This week the Bank of England cut its interest rate and introduced a package of measures designed to provide additional monetary stimulus. What does it imply for the gold market?
The comments above and below are excerpts from an article by Arkadiusz Sieroń (SunshineProfits.com) which has been edited ([ ]) and abridged (…) to provide a faster and easier read.
As expected, the BoE cut the Bank Rate from 0.50% to 0.25%, a new historic low. It was the first cut since 2009, motivated by the reduction of the BoE’s GDP forecast for 2017 from 2.3% to just 0.8% after the Brexit vote. The funny thing is that the Bank of England, together with the Fed, belonged to the elite club of relatively hawkish central banks considering interest rate hikes. It’s all gone – now the Fed is the only major central bank which would like to normalize its monetary stance.
If you are afraid that 0.25% is too high a level for interest rates, don’t worry – the Monetary Policy Committee (the English counterpart of the FOMC) signaled that it was likely to vote for further cuts towards zero this year. It goes without saying that gold likes the environment of low interest rates.
The additional monetary stimulus includes:
- A £60-billion increase in the stock of purchased UK government bonds over six months, which would put total purchases at £435 billion. The motivation is to lower the cost of borrowing for households and companies and to trigger portfolio rebalancing into other assets by the sellers of gilts. We doubt the effectiveness of QE for the real economy, but it may boost financial markets, at the expense of gold.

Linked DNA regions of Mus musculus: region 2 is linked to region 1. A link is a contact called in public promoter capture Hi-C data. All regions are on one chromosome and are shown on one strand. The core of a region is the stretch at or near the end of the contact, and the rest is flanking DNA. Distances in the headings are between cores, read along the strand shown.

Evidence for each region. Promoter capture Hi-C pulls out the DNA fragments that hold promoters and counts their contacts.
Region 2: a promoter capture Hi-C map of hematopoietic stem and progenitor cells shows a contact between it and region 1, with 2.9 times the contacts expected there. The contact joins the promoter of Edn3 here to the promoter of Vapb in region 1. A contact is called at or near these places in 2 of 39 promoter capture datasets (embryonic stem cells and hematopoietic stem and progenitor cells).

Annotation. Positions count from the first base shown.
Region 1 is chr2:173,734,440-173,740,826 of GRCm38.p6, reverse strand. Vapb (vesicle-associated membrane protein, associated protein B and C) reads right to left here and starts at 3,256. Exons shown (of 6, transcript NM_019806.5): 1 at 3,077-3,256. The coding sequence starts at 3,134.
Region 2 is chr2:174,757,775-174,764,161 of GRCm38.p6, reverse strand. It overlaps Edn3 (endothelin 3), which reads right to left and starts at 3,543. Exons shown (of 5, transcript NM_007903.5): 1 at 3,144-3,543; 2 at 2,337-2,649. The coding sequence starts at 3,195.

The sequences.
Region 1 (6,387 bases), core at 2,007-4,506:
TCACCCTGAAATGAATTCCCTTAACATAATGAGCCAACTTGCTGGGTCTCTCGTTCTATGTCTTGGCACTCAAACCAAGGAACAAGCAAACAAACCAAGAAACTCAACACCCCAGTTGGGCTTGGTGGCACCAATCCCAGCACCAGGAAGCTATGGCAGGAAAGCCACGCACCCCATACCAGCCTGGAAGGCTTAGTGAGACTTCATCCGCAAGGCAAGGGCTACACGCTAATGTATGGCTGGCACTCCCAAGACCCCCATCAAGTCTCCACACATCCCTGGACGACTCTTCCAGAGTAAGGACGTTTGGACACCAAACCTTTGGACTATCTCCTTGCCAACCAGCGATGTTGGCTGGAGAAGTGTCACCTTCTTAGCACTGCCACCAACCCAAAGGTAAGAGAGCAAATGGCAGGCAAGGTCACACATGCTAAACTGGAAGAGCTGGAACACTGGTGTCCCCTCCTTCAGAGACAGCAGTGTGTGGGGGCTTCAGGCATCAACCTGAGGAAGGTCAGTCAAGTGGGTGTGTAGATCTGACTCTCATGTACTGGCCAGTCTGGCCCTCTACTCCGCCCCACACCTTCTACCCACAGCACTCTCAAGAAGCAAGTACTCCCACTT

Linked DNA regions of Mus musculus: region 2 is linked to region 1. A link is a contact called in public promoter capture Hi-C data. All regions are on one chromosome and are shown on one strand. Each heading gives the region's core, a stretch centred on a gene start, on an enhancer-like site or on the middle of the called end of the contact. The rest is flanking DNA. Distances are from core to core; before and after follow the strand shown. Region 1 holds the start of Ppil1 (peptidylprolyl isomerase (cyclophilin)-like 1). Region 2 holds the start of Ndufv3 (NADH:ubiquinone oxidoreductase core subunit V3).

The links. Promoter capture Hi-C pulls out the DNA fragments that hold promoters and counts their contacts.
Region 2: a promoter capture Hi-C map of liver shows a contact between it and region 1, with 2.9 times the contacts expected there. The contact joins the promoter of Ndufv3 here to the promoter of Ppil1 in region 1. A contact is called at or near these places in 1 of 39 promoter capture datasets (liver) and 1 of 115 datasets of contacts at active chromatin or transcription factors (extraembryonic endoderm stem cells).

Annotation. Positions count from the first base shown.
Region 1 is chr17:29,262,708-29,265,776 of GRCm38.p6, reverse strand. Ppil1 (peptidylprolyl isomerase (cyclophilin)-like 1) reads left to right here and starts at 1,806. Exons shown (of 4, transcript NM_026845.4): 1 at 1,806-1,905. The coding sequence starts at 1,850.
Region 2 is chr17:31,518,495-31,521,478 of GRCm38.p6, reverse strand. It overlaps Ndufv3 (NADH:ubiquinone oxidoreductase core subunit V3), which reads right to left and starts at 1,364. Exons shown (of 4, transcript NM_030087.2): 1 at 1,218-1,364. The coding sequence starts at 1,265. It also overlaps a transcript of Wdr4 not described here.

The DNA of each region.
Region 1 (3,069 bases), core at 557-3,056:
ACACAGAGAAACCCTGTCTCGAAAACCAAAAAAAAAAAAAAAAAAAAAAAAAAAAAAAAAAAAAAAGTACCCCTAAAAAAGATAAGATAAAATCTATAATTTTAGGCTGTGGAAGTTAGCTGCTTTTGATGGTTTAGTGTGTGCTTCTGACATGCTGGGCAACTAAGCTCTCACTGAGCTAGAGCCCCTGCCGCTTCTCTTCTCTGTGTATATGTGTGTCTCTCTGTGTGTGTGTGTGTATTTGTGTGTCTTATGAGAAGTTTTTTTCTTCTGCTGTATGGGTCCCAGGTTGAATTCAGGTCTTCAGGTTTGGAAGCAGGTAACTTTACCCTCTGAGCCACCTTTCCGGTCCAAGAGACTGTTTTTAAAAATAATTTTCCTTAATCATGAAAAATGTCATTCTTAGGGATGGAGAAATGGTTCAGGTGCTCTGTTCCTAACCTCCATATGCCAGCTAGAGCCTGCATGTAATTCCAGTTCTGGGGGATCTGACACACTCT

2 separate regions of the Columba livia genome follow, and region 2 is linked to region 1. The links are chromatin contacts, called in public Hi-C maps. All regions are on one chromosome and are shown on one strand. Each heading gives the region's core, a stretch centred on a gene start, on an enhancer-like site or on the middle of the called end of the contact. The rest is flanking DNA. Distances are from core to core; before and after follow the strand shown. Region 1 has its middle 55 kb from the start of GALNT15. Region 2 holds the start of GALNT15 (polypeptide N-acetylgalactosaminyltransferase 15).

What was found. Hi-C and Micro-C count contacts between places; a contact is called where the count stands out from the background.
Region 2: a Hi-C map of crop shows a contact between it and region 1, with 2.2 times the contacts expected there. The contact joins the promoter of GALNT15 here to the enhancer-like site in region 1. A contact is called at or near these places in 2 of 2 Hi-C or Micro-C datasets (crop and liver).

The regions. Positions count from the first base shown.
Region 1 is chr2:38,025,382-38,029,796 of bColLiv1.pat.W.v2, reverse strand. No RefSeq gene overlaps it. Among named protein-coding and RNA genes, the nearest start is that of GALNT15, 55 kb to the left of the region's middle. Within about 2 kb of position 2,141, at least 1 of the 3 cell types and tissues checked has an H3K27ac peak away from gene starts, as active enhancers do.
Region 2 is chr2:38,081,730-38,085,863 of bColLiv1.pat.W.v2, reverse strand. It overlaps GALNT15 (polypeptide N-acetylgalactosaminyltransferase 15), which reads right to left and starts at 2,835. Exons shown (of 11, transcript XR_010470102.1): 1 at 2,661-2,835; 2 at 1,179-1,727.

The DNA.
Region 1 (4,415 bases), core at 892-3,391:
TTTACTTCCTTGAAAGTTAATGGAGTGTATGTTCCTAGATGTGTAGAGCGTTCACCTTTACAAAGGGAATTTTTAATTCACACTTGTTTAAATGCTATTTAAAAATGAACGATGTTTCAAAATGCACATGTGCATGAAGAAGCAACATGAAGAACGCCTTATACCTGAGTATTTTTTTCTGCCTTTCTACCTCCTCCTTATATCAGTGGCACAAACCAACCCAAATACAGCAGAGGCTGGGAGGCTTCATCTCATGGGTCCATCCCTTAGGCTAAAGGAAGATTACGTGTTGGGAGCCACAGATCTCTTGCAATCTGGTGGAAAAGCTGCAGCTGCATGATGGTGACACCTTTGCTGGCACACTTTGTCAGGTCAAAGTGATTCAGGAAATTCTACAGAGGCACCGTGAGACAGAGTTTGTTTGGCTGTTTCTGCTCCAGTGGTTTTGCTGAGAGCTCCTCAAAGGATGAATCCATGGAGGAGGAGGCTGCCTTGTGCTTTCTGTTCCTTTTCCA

- Purchases of corporate bonds up to £10 billion over 18 months. The aim is to lower the yields and reduce the liquidity premium. Why do central banks not purchase gold under their monetary stimulus programs?
- A Term Funding Scheme worth £100bn to reinforce the pass-through of the cut in the Bank Rate. The idea is to provide funding for banks at interest rates close to Bank Rate to encourage them to reduce deposit rates further. If this scheme really reinforces monetary transmission, it should be rather negative for gold market, as it would revive the credit expansion and confidence in the monetary policy.
The key takeaway is that the BoE’s interest rate cut and additional measures undertaken to stimulate the economy signal a deepening in the current divergences between monetary policies of major currency areas. It is good news for the gold market, as the Fed may find it even harder to hike as its recent ally decided to loosen.
Indeed, the market odds of a hawkish Fed move this year declined after the BoE’s decision. In consequence, the price of gold also rose yesterday, even as the U.S. dollar climbed. This is because the BoE cut added up to the global low or negative interest rate environment and signaled that the consequences of Brexit could be underestimated by many a
Disclosure: The above article has been edited ([ ]) and abridged (…) by the editorial team at munKNEE.com (Your Key to Making Money!) to provide a fast and easy read.
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